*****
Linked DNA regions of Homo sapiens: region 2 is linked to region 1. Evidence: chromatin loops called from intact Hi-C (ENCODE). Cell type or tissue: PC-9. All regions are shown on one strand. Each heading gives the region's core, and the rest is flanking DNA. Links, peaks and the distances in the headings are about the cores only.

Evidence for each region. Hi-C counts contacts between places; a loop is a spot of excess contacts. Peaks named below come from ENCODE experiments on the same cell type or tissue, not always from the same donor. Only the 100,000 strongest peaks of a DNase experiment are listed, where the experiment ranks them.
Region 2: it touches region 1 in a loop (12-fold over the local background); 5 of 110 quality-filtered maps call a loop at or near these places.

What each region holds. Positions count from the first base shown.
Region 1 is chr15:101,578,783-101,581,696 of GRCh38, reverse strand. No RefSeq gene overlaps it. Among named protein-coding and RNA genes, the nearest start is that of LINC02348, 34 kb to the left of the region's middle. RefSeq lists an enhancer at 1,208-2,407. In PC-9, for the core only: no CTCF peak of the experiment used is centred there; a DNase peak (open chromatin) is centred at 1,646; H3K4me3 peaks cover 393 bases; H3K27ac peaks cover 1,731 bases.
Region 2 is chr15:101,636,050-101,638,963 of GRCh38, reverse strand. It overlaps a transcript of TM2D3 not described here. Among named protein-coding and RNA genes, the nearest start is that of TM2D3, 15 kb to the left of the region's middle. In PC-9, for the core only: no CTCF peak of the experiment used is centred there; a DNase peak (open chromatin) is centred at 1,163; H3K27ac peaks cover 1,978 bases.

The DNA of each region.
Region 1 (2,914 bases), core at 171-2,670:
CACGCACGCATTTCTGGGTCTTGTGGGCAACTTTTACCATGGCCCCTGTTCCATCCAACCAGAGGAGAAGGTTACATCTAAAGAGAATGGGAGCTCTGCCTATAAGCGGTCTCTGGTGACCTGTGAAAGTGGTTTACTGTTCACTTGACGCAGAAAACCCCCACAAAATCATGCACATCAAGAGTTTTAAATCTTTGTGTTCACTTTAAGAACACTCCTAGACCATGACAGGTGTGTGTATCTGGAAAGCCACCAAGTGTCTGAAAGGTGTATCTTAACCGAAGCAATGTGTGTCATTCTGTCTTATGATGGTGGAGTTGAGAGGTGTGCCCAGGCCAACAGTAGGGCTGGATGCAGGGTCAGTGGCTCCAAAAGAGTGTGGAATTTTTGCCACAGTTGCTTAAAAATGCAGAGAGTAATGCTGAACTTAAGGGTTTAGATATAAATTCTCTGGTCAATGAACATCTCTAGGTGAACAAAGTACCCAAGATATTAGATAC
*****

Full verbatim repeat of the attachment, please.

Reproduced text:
Linked DNA regions of Homo sapiens: region 2 is linked to region 1. Evidence: chromatin loops called from intact Hi-C (ENCODE). Cell type or tissue: PC-9. All regions are shown on one strand. Each heading gives the region's core, and the rest is flanking DNA. Links, peaks and the distances in the headings are about the cores only.

Evidence for each region. Hi-C counts contacts between places; a loop is a spot of excess contacts. Peaks named below come from ENCODE experiments on the same cell type or tissue, not always from the same donor. Only the 100,000 strongest peaks of a DNase experiment are listed, where the experiment ranks them.
Region 2: it touches region 1 in a loop (12-fold over the local background); 5 of 110 quality-filtered maps call a loop at or near these places.

What each region holds. Positions count from the first base shown.
Region 1 is chr15:101,578,783-101,581,696 of GRCh38, reverse strand. No RefSeq gene overlaps it. Among named protein-coding and RNA genes, the nearest start is that of LINC02348, 34 kb to the left of the region's middle. RefSeq lists an enhancer at 1,208-2,407. In PC-9, for the core only: no CTCF peak of the experiment used is centred there; a DNase peak (open chromatin) is centred at 1,646; H3K4me3 peaks cover 393 bases; H3K27ac peaks cover 1,731 bases.
Region 2 is chr15:101,636,050-101,638,963 of GRCh38, reverse strand. It overlaps a transcript of TM2D3 not described here. Among named protein-coding and RNA genes, the nearest start is that of TM2D3, 15 kb to the left of the region's middle. In PC-9, for the core only: no CTCF peak of the experiment used is centred there; a DNase peak (open chromatin) is centred at 1,163; H3K27ac peaks cover 1,978 bases.

The DNA of each region.
Region 1 (2,914 bases), core at 171-2,670:
CACGCACGCATTTCTGGGTCTTGTGGGCAACTTTTACCATGGCCCCTGTTCCATCCAACCAGAGGAGAAGGTTACATCTAAAGAGAATGGGAGCTCTGCCTATAAGCGGTCTCTGGTGACCTGTGAAAGTGGTTTACTGTTCACTTGACGCAGAAAACCCCCACAAAATCATGCACATCAAGAGTTTTAAATCTTTGTGTTCACTTTAAGAACACTCCTAGACCATGACAGGTGTGTGTATCTGGAAAGCCACCAAGTGTCTGAAAGGTGTATCTTAACCGAAGCAATGTGTGTCATTCTGTCTTATGATGGTGGAGTTGAGAGGTGTGCCCAGGCCAACAGTAGGGCTGGATGCAGGGTCAGTGGCTCCAAAAGAGTGTGGAATTTTTGCCACAGTTGCTTAAAAATGCAGAGAGTAATGCTGAACTTAAGGGTTTAGATATAAATTCTCTGGTCAATGAACATCTCTAGGTGAACAAAGTACCCAAGATATTAGATAC